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Along pending case, in which the colonies are to some extent interested, has at length been decided on an appeal to the House of Lords, by whom judgment was given on the 9th August ult. The case was thusMr Henry Brooks, of the firm of Henry Brooks and Co., London, is also a partner in the firm of Brooks, Robinson, and Co., of Melbourne, Victoria. The two businesses are entirely distinct. Mr Brooks resides in London, or at any rate in England, and in the year 1885 received from Melbourne a considerable sum of money on account of a portion of his share of the profits of the Melbourne business, leaving at the same time a large sum, the balance of his share of the profits, in the hands of the Melbourne firm. Mr Biooks was assessed to the income tax for the year ended sth April, 1885, ‘ ‘ not only upon the profits he received from the London firm, and upon the sum received by him” in England “from the profits of the Melbourne firm, but also upon the further amount ” retained by the Melbourne firm. The Income Tax Commissioners for the City of London reduced the assessment by that amount, but stated a case for the decision of the Court. “ Upon the argument of this case before the learned Judges of the Queen’s Bench Division they were divided in opinion ; but the junior Judge having withdrawn his judgment to allow of an appeal, judgment was given for the Crown. This judgment was appealed against, and the Court of Appeal gave judgment in favor of the respondent, adopting the view of the Commissioners,” This decision of the Court of Appeal, thus reversing the judgment in favor of the Crown was now appealed against, and their Lordships gave judgment affirming the judgment of the Court of Appeal. At the close of a closely reasoned address Lord Herschell said, referring to the section of the Act on which the claim was based; “ The whole section points, to my mind, strongly to the conclusion that moneys received in this country arising from possessions or securities outside its limits were supposed to be the only portion of what I have termed foreign income which was taxable. I do not pretend to say that any construction of the Act is free from difficulty, or to deny that some anomalies may possibly result from that which I advised your Lordships to adopt; but it appears to me to be the least open to objection, and which is most in accordance with the intention of the Legislature, so far as I can gather from the provisions of the Act taken as a whole. For these reasons I think the judgment appealed from ought to be confirmed.” Lord Macnaugbton delivered judgment to the same effect; Lord Fitzgerald concurred, and the appeal was accordingly dismissed with costs.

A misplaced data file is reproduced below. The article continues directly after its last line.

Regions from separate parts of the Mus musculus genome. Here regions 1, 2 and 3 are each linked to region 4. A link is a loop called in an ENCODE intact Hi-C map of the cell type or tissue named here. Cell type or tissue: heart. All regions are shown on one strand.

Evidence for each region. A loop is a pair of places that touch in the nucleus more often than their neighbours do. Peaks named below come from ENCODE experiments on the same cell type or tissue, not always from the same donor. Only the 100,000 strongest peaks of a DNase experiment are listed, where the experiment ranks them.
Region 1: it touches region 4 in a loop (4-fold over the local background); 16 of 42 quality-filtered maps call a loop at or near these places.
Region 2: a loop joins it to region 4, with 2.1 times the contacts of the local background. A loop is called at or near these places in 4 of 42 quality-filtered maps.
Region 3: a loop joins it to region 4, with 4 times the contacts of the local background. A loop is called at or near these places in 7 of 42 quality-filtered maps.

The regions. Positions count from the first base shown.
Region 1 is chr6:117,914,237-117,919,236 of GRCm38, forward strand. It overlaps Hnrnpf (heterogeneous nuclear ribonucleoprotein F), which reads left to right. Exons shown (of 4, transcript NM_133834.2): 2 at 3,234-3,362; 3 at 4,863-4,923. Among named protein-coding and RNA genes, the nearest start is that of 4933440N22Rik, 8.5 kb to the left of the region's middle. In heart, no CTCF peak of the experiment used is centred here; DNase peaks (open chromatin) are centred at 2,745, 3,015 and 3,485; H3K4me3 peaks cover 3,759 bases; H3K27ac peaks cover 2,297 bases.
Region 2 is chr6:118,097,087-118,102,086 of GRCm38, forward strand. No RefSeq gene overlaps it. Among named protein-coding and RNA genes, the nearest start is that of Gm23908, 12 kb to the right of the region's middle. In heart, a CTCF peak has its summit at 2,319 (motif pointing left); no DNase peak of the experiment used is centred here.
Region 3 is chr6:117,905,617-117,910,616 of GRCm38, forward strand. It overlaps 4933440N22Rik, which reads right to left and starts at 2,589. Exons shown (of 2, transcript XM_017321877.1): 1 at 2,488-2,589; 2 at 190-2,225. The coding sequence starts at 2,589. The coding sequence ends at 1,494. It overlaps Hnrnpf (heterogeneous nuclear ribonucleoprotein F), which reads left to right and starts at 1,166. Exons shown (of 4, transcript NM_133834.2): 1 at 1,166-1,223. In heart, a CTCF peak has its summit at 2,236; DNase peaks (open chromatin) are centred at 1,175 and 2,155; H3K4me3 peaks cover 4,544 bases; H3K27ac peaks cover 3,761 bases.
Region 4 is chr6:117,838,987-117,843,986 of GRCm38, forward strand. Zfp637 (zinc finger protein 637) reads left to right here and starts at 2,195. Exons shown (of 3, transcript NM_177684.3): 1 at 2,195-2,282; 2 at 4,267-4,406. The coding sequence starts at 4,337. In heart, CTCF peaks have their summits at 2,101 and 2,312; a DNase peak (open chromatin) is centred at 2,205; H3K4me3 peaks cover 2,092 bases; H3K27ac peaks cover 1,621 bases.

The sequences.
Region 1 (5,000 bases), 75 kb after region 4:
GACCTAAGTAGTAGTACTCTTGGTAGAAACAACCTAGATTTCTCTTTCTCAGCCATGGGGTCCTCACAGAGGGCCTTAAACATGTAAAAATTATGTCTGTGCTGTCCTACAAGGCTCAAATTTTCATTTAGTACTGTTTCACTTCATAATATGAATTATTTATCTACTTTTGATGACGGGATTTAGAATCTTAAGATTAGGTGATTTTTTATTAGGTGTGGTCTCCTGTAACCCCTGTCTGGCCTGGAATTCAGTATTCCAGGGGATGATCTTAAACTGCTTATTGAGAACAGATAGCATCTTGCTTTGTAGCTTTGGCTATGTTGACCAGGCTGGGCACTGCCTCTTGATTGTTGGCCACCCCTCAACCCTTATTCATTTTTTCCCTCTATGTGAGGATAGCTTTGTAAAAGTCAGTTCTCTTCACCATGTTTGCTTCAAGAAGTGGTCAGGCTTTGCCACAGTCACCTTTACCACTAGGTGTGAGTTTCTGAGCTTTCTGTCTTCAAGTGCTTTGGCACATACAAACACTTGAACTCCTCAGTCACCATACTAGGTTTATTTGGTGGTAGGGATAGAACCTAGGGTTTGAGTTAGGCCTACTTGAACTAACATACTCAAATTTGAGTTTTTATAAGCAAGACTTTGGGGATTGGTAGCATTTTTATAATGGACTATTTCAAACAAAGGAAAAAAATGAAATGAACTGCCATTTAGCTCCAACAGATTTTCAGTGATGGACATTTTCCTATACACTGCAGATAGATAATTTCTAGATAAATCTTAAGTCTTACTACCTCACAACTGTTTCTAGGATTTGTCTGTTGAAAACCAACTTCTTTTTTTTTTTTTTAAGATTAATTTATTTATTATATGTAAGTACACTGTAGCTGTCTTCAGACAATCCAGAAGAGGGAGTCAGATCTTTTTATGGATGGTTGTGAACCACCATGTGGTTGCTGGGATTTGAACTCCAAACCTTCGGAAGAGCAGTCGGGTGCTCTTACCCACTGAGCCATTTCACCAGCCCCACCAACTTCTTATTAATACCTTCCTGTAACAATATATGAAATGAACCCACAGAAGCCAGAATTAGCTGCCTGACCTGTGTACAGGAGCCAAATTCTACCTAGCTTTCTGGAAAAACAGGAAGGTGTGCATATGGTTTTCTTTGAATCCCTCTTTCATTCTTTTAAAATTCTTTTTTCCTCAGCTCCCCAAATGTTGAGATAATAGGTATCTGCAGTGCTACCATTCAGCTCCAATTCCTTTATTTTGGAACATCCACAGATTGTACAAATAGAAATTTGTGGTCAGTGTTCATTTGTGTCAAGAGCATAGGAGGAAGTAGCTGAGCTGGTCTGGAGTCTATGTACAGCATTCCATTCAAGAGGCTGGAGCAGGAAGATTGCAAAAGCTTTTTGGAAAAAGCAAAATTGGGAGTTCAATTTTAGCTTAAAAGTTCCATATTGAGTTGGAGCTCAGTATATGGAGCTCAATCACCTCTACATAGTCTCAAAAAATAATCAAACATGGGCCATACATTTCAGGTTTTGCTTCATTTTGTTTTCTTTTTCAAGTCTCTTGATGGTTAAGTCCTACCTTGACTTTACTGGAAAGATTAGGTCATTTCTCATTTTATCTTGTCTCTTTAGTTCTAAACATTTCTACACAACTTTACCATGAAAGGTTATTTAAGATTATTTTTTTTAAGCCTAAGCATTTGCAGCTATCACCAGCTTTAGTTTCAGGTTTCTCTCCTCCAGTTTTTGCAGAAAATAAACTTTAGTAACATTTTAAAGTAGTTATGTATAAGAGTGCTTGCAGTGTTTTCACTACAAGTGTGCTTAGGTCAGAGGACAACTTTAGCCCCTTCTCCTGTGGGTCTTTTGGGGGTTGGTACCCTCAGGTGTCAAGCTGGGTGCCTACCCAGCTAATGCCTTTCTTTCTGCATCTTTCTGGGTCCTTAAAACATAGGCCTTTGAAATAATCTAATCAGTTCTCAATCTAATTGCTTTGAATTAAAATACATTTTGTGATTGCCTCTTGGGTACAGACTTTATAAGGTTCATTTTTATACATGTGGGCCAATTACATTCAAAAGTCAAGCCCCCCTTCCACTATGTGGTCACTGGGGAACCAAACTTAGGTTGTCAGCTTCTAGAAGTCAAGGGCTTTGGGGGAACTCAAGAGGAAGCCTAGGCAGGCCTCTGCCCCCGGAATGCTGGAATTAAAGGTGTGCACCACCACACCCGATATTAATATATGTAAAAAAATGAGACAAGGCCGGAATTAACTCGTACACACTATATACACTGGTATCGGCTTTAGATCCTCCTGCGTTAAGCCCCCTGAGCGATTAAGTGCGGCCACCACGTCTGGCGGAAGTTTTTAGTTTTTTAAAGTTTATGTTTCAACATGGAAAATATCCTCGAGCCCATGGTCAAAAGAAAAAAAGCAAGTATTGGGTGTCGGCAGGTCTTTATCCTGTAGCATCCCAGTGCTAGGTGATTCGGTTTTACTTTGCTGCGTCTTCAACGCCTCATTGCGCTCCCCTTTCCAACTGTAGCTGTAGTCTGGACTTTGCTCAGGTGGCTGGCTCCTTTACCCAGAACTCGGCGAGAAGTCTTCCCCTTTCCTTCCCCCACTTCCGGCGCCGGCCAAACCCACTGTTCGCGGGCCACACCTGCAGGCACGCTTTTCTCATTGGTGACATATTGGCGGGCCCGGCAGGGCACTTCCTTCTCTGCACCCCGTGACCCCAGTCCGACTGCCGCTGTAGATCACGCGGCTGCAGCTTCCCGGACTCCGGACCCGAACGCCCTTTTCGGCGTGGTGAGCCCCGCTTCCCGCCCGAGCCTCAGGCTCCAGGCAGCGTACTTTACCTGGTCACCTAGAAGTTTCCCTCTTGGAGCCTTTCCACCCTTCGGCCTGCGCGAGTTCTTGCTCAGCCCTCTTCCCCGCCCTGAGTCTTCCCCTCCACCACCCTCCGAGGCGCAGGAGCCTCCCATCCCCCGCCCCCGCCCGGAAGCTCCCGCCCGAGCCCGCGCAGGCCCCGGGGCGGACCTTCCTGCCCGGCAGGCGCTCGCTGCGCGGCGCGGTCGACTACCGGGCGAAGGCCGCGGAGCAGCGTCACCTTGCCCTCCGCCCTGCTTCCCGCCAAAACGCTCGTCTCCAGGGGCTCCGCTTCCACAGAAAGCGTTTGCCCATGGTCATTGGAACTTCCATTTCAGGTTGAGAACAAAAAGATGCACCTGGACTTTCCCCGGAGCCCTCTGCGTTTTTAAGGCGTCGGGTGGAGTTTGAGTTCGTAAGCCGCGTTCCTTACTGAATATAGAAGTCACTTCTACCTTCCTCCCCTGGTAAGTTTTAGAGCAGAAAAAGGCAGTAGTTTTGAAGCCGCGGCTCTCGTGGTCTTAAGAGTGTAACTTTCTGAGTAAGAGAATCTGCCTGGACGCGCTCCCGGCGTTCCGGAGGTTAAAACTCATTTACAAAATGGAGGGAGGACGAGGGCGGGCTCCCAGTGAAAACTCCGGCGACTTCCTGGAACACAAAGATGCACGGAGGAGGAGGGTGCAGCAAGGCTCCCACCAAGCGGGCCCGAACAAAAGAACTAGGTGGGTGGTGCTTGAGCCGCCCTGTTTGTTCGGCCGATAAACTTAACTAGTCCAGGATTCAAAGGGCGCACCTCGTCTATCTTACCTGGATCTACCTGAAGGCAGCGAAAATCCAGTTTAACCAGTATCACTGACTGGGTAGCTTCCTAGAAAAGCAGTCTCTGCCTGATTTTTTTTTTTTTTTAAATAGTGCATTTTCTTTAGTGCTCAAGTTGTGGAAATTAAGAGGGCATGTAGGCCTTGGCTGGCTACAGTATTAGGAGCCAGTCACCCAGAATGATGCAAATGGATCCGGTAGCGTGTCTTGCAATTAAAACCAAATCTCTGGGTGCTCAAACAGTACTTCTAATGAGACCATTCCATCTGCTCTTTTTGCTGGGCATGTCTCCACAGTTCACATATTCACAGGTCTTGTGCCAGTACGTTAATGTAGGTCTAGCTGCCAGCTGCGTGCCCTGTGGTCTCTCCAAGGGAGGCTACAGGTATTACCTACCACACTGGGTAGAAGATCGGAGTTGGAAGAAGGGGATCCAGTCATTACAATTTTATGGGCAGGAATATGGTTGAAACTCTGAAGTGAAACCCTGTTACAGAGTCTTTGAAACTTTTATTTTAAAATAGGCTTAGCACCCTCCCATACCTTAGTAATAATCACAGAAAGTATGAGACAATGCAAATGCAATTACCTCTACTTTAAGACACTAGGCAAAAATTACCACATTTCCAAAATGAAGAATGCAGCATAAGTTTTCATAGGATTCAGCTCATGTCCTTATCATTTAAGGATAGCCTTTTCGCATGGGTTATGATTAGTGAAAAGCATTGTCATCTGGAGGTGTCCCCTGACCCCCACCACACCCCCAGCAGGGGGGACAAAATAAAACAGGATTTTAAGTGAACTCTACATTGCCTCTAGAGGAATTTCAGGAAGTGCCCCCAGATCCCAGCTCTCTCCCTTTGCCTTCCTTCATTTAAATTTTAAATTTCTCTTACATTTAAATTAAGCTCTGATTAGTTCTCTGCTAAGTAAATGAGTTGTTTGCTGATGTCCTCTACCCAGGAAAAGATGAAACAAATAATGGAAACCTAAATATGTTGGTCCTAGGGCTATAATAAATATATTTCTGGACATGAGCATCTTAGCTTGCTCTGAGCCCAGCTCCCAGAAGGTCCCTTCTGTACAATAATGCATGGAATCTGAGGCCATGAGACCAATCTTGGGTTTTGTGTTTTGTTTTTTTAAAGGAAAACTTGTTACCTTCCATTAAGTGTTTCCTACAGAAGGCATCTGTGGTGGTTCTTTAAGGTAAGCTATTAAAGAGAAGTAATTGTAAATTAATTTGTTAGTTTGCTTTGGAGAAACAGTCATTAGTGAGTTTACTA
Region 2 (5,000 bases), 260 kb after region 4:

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Bibliographic details

AN IMPORTANT DECISION., Evening Star, Issue 8035, 11 October 1889

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AN IMPORTANT DECISION. Evening Star, Issue 8035, 11 October 1889